Why? Because if U.S. commanders -- including Obama, the commander-in-chief -- had known in advance that they were killing either American, it would have raised thorny, uncomfortable questions about the possibly unconstitutional, extra-judicial death penalty meted out to U.S. citizens without a trial. Instead, Washington insists that this was just your garden-variety use of flying death robots against folks overseas. So it's all good, right?

Or is it? Blowing up homes when you're not sure who's inside of them is a sure-fire recipe to kill innocent people as well as terrorism suspects. We learned this the hard way with the death of these two westerners -- but it happens all the time. One study, released last November, said that U.S. drone strikes aiming to kill just 41 terrorism suspects had resulted in the deaths of 1,147 people, including dozens of children.

Some of America's attacks in a half-dozen countries have been "signature strikes" against men whose names we didn't know, but who merely seemed to be "up to no good." It's worth noting, yet again, that these killings of civilians make America less safe -- their loved ones, and the friends of their loved ones, will hate the United States for the rest of their days -- but it's even more worth noting that killing innocent civilians is immoral and unforgivable. And not just Western aid workers.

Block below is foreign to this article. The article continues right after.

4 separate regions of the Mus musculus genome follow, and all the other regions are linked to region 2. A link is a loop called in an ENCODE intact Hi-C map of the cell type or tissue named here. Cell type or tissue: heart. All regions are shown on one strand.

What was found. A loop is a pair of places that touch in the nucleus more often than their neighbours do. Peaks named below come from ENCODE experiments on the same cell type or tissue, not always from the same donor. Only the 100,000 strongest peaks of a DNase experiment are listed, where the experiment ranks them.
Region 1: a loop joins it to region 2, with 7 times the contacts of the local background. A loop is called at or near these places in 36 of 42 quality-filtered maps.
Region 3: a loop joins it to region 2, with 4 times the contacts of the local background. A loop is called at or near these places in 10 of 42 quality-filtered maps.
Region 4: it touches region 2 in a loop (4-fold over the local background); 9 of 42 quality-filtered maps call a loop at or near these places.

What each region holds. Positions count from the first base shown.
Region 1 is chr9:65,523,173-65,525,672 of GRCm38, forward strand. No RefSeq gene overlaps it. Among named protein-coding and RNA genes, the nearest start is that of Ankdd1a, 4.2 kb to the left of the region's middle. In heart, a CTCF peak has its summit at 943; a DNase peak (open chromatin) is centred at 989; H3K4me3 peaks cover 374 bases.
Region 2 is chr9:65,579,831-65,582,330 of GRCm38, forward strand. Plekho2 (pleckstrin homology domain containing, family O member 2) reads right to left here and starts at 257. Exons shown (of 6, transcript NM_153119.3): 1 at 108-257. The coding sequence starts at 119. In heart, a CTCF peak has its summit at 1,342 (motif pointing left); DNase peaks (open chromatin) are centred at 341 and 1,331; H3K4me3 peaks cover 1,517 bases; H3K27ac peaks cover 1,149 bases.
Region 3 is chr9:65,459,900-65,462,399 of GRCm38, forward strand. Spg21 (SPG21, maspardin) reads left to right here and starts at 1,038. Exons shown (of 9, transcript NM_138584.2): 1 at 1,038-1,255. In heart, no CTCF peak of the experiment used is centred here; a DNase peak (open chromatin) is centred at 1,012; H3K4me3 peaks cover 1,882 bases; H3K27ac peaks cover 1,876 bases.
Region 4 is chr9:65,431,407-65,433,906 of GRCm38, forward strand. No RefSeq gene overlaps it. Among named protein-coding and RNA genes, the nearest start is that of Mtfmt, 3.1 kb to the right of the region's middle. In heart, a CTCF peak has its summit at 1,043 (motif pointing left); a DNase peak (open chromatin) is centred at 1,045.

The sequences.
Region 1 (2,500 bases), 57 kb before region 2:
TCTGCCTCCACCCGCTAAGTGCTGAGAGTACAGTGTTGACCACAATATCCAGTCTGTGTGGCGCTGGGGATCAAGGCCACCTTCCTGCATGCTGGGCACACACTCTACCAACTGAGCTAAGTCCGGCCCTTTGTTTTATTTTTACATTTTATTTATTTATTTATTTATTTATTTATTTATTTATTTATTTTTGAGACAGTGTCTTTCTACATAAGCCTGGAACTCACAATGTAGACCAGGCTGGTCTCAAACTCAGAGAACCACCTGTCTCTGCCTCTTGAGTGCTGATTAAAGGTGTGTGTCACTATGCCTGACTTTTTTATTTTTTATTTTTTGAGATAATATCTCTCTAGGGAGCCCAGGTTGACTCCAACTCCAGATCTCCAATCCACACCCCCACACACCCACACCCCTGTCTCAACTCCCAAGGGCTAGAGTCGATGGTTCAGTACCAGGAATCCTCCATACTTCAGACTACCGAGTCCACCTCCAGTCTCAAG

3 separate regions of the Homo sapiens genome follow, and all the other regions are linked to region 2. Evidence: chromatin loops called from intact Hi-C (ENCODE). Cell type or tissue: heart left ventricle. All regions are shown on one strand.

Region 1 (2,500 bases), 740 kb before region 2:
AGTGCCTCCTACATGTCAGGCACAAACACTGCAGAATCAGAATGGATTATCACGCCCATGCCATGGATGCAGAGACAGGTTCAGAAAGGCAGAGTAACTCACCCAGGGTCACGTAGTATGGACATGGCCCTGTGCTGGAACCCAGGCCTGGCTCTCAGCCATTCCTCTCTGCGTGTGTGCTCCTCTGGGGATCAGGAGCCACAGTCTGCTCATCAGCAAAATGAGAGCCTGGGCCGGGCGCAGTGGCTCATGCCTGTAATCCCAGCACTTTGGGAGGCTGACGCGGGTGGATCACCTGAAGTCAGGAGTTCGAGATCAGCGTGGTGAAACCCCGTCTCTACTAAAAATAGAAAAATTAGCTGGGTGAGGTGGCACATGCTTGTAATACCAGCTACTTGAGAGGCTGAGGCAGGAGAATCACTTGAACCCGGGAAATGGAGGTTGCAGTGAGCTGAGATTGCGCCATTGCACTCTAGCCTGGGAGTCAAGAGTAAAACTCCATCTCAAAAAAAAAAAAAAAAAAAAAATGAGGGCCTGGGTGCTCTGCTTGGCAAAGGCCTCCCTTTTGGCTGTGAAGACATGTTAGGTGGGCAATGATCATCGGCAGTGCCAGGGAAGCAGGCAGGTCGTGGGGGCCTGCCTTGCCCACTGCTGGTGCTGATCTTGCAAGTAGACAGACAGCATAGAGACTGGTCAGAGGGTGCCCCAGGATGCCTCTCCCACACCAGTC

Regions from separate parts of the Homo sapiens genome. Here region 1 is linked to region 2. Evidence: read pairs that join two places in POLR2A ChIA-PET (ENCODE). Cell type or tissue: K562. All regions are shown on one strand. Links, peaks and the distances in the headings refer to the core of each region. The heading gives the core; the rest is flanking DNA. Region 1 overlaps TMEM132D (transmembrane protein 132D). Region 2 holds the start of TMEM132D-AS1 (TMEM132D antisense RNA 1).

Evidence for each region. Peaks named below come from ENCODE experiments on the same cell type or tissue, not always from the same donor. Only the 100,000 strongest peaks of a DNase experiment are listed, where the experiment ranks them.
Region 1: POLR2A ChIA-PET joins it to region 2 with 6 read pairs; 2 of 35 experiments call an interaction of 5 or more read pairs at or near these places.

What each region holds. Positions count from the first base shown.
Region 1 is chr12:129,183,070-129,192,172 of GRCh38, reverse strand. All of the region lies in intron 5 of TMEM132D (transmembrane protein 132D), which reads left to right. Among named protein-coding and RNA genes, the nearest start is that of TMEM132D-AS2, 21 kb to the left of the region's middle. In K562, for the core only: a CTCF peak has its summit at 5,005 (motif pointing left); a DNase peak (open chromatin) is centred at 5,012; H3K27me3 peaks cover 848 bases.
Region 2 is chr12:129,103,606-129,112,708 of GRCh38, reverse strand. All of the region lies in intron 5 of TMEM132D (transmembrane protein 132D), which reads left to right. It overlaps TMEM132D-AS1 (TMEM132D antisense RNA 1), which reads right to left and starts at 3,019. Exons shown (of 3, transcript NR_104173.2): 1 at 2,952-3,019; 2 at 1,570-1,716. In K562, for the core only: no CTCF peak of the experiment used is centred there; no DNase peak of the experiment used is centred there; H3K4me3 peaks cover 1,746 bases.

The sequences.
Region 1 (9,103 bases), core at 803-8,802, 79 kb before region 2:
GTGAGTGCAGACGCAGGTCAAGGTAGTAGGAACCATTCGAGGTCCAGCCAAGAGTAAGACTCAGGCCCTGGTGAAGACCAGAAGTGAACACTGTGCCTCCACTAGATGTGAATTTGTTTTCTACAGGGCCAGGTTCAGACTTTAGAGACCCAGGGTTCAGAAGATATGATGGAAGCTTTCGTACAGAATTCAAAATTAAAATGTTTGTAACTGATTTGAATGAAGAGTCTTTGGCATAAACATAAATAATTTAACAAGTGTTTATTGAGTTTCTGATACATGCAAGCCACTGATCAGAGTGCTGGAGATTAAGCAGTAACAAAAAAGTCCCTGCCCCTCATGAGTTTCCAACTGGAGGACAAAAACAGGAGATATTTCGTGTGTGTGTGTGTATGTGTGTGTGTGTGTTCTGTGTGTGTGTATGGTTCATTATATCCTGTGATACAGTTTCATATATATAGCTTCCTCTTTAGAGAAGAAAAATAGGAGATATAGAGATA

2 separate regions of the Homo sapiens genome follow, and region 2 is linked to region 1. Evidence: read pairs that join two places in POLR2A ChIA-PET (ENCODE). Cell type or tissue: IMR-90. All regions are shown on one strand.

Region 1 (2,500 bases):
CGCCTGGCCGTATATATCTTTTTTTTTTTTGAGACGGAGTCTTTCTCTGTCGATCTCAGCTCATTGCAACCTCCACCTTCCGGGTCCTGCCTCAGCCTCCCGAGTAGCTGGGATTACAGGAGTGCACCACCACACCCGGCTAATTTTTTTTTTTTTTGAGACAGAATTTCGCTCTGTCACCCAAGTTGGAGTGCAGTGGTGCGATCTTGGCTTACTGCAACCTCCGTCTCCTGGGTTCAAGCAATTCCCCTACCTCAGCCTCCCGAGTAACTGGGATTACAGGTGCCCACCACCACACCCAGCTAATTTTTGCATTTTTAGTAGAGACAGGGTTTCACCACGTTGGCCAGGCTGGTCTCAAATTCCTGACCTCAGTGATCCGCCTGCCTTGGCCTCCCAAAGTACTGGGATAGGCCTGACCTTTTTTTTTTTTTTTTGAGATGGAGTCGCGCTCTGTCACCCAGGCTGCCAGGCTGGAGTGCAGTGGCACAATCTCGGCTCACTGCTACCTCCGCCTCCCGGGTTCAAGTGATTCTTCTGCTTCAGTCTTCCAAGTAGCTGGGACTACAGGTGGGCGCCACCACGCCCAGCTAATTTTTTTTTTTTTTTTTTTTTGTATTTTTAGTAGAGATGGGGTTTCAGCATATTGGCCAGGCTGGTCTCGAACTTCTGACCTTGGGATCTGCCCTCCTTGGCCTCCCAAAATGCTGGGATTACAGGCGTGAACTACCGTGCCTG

Obama has promised the American people that he would make our drone program more transparent -- and this is yet another transparency promise that Obama has broken. As Greg Sargent over at the Washington Post noted after reporters spared with White House press secretary Josh Earnest about the details of the killings:

The exchange neatly captured a galling truth about the targeted killing program: There is still woefully insufficient transparency around it, both when it comes to the operations of the program itself and to its legal rationale. During the exchange, Earnest would not confirm that the operation was even a drone strike. And, according to Jameel Jaffer of the American Civil Liberties Union, even the legal rationale for the administration protocol that Earnest himself referred to by way of justifying the operation remains secret.

The time has long passed for Americans to learn what is being done in our names. And more importantly, the time has comes to acknowledge the many serious flaws in this program. It's a robot war being waged across a half-dozen countries and a couple of continents with dubious legal justification...if any. The killings haven't stopped the rise of new America-hating terrorist groups such as ISIS. They've created more terrorists than have been killed. And they've taken away any right for America to claim we are exceptional in the way we conduct our affairs.

President Obama should stop appearing sad and apologetic. Taking responsibility is a matter of action, not words. As chief executive, he has broad powers to close Gitmo, stop unwarranted surveillance of citizens, and prevent terrorism through policies that are effective and constitutional. But he's starting to run out of time. What is our president waiting for?